Problems with home made potting soil


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I make my own potting soil because it's a way to use my compost, it's cheaper, and I like the idea of it being more sustainable, etc. But I'm finding that at least some plants don't do as well in my potting mix compared to a commercial one. I decided to test the idea with two pots of parsley seedlings from the same punnet. The pots were same, size, placed next to each other, etc. The one with the commercial mix has plants that are now twice the size as the one with my own mix. So that's a pretty clear indicator that something is off with what I'm doing.

My first thought was that pH problems might cause nutrients to be less available in my home made mix. So I bought a less-cheap-but-still-cheap pH meter that measured both mixes at 7.0. I doubted that, so got out some vinegar and bicarb soda to do a basic test and neither visibly reacted with either mixture, so maybe the pH of both is actually neutral. There goes that idea.

I'm not sure what else I can try to measure to work it out. I've considered adding fertilizer to my mix in varying amounts and seeing if I can see a difference in plant growth: maybe my mix doesn't have enough nutrients in it, but if it has too much I guess I won't see that.

My mixture has, in roughly equal proportions,
- compost (mix of worm castings and compost from my tumbler)
- coconut coir (much cheaper than peat moss, where I am, also more sustainable, I gather)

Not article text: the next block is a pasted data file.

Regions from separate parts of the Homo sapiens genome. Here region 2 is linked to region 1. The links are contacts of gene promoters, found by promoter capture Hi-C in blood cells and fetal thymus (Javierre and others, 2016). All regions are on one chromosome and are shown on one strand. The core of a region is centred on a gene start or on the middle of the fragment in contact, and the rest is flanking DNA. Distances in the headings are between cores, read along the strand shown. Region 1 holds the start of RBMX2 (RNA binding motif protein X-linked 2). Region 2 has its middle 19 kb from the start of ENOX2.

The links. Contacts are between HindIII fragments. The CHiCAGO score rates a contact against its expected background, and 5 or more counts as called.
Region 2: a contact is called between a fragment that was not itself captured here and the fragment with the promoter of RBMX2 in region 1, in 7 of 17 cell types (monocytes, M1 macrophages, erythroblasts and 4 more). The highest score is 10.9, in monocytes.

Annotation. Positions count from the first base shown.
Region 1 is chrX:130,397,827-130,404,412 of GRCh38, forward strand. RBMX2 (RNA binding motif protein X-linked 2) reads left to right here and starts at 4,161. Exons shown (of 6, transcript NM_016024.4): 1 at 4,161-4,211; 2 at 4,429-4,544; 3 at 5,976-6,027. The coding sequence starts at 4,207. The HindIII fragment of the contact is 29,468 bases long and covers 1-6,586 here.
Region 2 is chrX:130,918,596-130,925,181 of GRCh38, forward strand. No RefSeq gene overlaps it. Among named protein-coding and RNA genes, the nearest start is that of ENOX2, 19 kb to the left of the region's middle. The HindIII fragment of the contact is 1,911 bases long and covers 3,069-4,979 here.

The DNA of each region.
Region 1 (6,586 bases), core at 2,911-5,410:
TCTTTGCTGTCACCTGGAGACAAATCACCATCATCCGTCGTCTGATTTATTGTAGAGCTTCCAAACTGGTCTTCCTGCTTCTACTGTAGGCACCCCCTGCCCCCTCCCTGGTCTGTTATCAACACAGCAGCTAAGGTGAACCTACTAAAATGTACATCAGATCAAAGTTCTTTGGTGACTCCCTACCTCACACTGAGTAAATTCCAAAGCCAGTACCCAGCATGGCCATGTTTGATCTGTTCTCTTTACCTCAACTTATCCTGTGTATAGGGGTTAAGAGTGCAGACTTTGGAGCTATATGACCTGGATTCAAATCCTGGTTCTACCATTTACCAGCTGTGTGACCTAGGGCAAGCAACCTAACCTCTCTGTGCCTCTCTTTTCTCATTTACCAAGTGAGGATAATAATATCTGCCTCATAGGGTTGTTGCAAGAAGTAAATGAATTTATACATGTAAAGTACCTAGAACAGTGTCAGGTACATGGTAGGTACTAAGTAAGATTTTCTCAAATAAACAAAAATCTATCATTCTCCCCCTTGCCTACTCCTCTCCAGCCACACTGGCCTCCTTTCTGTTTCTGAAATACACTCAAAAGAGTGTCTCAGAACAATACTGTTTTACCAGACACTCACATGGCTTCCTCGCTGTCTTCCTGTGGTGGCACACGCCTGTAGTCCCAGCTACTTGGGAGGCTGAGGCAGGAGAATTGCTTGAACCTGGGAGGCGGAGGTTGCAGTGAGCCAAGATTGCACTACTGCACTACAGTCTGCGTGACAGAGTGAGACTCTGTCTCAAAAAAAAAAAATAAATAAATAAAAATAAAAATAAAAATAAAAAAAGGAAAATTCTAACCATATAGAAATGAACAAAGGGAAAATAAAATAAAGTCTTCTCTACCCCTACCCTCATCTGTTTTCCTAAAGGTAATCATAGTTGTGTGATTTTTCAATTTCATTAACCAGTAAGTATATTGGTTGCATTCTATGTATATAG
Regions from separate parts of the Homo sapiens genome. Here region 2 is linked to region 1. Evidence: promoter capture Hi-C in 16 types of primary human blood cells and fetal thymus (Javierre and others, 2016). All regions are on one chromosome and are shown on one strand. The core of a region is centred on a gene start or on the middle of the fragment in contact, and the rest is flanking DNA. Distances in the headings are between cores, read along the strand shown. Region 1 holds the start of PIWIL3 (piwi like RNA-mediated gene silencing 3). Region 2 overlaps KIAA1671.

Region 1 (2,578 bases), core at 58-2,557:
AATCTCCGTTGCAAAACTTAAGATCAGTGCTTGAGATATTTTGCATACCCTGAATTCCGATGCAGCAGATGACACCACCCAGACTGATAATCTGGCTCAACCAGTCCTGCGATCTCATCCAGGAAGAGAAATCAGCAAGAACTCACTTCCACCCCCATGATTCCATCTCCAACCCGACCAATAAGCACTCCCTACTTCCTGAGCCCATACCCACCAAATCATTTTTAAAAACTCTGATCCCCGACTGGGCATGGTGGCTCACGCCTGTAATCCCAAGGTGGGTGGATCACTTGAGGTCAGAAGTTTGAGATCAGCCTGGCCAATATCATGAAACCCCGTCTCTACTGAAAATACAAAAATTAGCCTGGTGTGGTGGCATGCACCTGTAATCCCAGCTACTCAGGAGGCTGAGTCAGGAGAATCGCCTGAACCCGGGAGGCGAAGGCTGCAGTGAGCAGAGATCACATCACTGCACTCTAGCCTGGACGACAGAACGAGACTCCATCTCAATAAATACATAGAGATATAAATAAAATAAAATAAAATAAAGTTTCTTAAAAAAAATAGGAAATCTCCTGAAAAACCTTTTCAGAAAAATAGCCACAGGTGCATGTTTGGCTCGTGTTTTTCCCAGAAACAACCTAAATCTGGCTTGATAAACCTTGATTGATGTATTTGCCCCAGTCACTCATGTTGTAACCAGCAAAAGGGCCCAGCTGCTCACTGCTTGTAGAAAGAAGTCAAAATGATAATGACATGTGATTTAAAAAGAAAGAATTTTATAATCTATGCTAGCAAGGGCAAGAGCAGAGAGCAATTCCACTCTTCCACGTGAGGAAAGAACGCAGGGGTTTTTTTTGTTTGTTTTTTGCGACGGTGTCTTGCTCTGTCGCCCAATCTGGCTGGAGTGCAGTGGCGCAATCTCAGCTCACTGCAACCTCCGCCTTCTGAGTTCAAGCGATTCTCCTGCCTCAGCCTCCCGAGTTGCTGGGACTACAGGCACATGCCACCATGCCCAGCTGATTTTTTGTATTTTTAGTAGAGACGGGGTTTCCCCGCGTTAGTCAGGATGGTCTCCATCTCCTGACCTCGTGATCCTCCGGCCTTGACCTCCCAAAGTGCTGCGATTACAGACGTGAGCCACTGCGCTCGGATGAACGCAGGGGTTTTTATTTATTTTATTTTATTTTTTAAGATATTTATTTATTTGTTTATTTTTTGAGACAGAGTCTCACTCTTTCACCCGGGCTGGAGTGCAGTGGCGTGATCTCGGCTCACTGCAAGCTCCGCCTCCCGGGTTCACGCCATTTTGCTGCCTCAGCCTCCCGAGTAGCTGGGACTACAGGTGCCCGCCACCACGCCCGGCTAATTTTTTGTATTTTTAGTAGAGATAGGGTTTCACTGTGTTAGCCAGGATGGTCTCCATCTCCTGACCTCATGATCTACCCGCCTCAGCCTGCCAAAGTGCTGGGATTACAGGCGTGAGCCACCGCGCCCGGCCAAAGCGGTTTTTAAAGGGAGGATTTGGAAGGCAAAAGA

- vermiculite.

Plus it always ends up with a bunch of worms in it from the worm farms.

Does anyone have any ideas? This is bugging me!
 
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For sowing seeds or taking cuttings no fertiliser is needed. My mix consists of fine grade peat and vermiculite in equal parts with fine horticultural grit for extra draining.
For potting up small plants - rooted cuttings etc or larger seedlings, I add some Osmocote slow release fertiliser (the best!!!) to the same recipe as above.
Home made compost from any other source is used on the garden plots to enliven and improve the soil.
I know what all the TV gardeners tell us to do is use non peat based compost, but I`m afraid that`s what my plants have to have...good old peat :joyful:

Sometimes trying to do it cheaper turns out to be a false economy.
 
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Thanks Tetters,

Unfortunately, in Australia, peat moss is prohibitively expensive. It costs $6 (that's £3.38) for 5l, and I have large pots to fill (my apartment terrace garden is all pots). I can get 30l of coir for that.

Does anyone else have a suggestion?
 
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I didn`t realise that you are unable to buy peat in Australia - this is a bit different to the peat moss you are referring to. The other way I have made potting compost is by using bulk bags of loam which has been treated to eliminate unwanted weed seeds etc.
@DirtMechanic - I use some fine grit as well as vermiculite lately as it helps the initial watering of very dry peat..... don`t tell Zigs though, it`s supposed to be for his precious cacti :giggle:
 

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